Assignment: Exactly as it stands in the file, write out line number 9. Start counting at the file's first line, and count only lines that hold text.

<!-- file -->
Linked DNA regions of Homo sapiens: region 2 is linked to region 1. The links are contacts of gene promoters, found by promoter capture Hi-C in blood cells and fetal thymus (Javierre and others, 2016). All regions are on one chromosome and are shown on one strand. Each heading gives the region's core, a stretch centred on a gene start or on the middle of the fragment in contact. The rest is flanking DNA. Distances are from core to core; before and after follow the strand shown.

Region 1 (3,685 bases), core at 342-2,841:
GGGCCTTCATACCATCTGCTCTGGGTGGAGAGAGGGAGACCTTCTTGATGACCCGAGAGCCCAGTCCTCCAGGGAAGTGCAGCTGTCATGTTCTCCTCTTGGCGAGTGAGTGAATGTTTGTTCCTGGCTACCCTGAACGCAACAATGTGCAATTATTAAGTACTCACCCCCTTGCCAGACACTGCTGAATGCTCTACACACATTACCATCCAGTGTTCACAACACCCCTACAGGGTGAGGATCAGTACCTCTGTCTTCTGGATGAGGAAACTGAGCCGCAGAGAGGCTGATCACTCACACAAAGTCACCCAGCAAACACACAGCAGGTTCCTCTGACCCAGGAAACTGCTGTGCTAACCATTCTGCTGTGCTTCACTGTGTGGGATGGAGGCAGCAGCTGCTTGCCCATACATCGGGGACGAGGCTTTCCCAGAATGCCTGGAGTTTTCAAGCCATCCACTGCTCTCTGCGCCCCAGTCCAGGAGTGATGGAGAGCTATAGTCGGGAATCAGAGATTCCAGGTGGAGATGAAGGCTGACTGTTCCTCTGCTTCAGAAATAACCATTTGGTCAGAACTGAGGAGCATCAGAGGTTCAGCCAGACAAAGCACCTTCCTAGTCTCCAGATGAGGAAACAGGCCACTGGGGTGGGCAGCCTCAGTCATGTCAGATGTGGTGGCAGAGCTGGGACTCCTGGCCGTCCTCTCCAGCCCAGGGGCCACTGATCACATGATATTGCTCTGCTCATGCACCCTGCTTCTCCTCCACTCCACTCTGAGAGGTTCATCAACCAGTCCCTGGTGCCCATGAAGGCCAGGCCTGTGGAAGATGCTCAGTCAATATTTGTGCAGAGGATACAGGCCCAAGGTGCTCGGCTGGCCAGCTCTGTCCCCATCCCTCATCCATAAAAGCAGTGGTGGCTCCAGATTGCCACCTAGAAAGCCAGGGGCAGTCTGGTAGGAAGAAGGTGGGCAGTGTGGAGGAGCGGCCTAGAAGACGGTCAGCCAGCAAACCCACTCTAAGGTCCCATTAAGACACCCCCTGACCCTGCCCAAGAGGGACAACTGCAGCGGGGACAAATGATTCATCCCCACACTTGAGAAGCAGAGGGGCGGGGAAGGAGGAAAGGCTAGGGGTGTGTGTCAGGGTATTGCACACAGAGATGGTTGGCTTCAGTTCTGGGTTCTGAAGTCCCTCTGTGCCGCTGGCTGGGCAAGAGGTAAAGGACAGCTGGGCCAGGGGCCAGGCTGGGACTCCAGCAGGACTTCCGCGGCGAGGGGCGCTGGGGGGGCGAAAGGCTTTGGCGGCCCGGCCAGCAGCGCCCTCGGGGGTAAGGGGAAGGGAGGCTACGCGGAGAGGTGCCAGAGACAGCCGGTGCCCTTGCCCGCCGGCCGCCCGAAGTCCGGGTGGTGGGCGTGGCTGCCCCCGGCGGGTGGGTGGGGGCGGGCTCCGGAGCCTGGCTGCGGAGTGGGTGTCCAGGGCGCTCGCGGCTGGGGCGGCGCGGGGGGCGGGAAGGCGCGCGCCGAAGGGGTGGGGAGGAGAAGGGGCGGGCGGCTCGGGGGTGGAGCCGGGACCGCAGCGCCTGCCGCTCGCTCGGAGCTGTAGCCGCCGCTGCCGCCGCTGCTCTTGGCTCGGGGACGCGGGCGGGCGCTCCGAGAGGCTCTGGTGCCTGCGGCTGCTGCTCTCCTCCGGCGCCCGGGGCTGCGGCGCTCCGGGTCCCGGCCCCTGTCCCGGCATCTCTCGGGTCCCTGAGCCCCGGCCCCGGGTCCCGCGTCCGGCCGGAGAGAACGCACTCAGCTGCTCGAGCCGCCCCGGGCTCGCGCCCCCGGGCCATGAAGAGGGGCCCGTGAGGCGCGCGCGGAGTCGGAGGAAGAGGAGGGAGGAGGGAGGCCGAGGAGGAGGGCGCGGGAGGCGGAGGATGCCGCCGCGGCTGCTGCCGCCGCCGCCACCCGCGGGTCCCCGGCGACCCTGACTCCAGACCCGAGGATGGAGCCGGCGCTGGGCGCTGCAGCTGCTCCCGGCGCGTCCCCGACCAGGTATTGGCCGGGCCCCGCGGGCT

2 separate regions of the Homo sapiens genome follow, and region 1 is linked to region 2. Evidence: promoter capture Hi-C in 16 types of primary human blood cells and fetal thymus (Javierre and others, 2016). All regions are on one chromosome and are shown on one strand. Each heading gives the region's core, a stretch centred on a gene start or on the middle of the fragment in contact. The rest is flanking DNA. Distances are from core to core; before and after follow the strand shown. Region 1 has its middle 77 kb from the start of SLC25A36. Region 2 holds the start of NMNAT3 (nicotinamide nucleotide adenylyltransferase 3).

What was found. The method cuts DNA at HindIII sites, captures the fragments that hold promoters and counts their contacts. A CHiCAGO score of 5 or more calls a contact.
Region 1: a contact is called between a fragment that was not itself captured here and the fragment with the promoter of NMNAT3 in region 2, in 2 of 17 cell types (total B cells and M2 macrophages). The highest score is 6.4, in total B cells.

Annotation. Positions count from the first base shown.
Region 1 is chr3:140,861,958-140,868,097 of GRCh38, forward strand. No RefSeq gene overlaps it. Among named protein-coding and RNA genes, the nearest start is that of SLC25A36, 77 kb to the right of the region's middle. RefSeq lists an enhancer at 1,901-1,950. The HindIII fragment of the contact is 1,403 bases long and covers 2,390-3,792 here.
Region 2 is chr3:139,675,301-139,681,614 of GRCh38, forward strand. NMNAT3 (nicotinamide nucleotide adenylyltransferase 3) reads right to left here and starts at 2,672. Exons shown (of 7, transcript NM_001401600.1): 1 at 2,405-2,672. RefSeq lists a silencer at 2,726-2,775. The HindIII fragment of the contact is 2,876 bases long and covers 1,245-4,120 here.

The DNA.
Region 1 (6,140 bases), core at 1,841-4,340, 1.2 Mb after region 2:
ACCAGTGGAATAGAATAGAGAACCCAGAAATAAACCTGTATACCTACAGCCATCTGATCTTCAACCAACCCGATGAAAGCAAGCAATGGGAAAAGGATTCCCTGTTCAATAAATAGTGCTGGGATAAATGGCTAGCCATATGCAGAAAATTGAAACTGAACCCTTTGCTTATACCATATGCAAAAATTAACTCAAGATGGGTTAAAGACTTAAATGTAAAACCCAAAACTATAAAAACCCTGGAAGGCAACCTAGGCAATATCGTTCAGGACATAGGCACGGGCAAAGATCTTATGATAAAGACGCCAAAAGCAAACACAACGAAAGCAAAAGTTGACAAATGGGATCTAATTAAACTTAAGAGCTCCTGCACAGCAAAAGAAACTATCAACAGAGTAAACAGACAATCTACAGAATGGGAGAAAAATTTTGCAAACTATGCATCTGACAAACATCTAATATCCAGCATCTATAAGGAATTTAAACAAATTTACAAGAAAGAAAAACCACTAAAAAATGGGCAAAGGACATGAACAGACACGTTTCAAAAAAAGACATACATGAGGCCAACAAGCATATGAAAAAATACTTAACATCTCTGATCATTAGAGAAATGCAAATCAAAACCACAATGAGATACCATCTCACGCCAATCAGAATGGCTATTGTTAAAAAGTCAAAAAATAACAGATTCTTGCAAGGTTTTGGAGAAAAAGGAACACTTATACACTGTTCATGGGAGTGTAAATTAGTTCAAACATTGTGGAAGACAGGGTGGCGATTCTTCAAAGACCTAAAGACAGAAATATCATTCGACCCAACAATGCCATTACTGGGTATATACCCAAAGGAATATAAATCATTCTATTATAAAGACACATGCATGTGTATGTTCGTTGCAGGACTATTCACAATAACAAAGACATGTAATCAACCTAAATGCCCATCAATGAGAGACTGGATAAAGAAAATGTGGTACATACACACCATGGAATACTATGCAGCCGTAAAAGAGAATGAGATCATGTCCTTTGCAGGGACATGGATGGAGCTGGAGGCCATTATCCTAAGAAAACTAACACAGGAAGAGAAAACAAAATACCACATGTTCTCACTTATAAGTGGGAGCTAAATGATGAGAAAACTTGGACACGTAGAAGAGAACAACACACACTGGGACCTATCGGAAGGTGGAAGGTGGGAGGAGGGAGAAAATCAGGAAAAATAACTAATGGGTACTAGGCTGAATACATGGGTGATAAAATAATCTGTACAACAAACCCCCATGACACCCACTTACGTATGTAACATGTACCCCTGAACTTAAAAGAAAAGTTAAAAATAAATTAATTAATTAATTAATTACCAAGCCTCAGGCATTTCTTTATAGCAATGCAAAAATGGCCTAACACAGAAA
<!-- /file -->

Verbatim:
Region 2 is chr3:139,675,301-139,681,614 of GRCh38, forward strand. NMNAT3 (nicotinamide nucleotide adenylyltransferase 3) reads right to left here and starts at 2,672. Exons shown (of 7, transcript NM_001401600.1): 1 at 2,405-2,672. RefSeq lists a silencer at 2,726-2,775. The HindIII fragment of the contact is 2,876 bases long and covers 1,245-4,120 here.